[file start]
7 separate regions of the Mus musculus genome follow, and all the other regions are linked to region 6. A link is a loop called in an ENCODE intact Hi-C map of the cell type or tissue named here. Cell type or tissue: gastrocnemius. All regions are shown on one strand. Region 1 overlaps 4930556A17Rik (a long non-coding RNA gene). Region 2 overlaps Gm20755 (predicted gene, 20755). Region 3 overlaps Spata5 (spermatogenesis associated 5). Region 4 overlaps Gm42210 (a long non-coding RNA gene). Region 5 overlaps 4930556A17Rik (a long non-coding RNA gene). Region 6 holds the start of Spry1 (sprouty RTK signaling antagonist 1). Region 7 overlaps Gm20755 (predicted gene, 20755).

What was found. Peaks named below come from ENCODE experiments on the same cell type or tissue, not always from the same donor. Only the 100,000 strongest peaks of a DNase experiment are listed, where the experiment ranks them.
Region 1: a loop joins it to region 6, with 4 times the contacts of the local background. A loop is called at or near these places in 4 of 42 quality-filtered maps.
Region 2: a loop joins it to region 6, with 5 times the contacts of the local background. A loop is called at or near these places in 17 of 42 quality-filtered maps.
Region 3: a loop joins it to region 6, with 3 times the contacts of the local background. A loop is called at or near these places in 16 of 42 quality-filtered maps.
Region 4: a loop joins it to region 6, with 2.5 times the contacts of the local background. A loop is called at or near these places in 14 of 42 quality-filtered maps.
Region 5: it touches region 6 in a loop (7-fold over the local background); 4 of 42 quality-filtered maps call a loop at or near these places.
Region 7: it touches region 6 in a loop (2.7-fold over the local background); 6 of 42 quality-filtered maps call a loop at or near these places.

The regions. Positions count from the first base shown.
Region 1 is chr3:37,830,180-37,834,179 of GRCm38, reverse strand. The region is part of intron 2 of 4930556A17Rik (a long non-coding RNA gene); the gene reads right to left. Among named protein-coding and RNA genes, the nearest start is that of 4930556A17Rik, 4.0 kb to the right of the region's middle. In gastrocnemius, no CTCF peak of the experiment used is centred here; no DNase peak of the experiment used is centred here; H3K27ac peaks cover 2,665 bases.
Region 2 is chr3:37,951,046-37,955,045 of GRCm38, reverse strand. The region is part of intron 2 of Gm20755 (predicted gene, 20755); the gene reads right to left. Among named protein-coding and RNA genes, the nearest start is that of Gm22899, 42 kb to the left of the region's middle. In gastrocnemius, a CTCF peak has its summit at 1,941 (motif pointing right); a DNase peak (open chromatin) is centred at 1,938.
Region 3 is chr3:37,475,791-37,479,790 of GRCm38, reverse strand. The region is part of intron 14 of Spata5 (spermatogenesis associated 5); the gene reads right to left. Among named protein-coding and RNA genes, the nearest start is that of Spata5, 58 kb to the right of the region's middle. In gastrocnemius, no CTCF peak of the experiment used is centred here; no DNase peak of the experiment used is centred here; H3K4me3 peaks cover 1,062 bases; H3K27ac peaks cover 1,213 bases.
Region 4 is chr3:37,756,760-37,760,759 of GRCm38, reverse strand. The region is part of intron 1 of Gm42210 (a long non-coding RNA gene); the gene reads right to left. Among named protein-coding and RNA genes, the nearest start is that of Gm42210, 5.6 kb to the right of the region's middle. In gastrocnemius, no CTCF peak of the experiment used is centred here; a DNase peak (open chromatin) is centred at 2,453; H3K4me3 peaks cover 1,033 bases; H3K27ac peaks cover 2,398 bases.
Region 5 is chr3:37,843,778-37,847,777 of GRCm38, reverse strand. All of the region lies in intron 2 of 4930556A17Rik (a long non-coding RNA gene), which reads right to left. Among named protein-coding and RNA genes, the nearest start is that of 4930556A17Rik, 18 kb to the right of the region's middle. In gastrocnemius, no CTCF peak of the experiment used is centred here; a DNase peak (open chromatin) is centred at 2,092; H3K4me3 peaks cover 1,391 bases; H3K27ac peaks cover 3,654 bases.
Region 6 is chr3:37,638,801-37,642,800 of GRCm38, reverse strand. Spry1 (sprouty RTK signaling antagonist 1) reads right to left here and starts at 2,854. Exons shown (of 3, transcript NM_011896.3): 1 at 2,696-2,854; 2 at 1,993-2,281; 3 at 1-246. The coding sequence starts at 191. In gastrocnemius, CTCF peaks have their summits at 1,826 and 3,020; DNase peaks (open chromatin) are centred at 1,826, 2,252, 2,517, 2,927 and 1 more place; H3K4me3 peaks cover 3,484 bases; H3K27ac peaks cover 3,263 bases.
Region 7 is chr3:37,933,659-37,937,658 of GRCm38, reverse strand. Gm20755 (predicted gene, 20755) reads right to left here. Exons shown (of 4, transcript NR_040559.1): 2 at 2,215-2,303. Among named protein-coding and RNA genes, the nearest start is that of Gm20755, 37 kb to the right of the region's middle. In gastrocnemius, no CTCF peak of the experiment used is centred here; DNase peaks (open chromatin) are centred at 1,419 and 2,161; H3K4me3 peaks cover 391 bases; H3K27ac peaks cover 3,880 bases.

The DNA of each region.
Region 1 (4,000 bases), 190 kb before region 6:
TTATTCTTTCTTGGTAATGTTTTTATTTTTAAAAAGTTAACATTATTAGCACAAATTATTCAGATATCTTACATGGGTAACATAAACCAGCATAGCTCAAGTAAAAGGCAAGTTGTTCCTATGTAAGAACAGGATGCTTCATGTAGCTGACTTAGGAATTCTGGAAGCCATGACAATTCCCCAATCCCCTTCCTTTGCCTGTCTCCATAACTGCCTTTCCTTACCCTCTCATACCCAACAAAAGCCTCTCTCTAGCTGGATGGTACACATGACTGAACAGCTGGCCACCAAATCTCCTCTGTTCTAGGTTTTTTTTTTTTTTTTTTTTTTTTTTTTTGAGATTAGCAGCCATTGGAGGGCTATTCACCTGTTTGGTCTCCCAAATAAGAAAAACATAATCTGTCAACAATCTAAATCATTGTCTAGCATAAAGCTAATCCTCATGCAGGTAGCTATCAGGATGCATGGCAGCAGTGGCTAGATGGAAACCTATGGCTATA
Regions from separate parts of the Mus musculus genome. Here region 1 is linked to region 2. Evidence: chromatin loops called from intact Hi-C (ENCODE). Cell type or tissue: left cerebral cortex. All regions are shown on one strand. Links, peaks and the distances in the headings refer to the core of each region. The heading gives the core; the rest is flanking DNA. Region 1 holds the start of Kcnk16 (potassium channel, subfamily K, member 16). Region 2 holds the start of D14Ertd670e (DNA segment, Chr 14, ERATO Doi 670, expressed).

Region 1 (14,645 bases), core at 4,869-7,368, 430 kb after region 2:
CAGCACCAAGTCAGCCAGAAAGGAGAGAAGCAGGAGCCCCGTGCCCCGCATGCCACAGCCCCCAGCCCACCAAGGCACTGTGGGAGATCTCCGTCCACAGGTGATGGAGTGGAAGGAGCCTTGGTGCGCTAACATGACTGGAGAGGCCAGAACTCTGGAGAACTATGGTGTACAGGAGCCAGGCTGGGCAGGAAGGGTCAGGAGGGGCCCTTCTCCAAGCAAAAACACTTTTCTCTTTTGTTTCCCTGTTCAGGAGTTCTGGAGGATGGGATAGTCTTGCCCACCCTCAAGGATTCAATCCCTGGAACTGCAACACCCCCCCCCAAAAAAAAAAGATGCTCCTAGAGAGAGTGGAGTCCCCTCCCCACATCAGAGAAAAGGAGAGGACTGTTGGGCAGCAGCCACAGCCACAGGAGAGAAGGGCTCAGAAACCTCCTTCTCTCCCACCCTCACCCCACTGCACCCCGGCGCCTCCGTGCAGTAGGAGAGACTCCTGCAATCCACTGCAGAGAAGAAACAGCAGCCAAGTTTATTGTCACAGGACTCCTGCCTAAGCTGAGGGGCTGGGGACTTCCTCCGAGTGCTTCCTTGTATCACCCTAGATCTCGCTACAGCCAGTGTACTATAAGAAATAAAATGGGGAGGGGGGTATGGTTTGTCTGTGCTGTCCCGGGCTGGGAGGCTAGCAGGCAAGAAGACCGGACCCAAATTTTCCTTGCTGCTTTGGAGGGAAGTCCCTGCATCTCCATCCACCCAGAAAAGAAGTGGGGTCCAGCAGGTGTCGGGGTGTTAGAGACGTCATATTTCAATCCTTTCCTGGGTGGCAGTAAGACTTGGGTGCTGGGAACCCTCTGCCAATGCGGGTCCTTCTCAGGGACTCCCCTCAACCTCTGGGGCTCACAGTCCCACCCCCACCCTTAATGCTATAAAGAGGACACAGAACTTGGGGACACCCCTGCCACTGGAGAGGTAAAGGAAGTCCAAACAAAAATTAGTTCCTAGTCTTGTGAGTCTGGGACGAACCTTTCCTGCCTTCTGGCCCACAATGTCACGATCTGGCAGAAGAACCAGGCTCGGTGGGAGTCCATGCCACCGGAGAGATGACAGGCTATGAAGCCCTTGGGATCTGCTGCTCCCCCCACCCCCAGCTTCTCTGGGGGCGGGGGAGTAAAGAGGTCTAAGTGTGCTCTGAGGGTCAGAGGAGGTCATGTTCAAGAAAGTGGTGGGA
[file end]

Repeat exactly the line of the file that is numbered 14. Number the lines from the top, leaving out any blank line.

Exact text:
Region 5 is chr3:37,843,778-37,847,777 of GRCm38, reverse strand. All of the region lies in intron 2 of 4930556A17Rik (a long non-coding RNA gene), which reads right to left. Among named protein-coding and RNA genes, the nearest start is that of 4930556A17Rik, 18 kb to the right of the region's middle. In gastrocnemius, no CTCF peak of the experiment used is centred here; a DNase peak (open chromatin) is centred at 2,092; H3K4me3 peaks cover 1,391 bases; H3K27ac peaks cover 3,654 bases.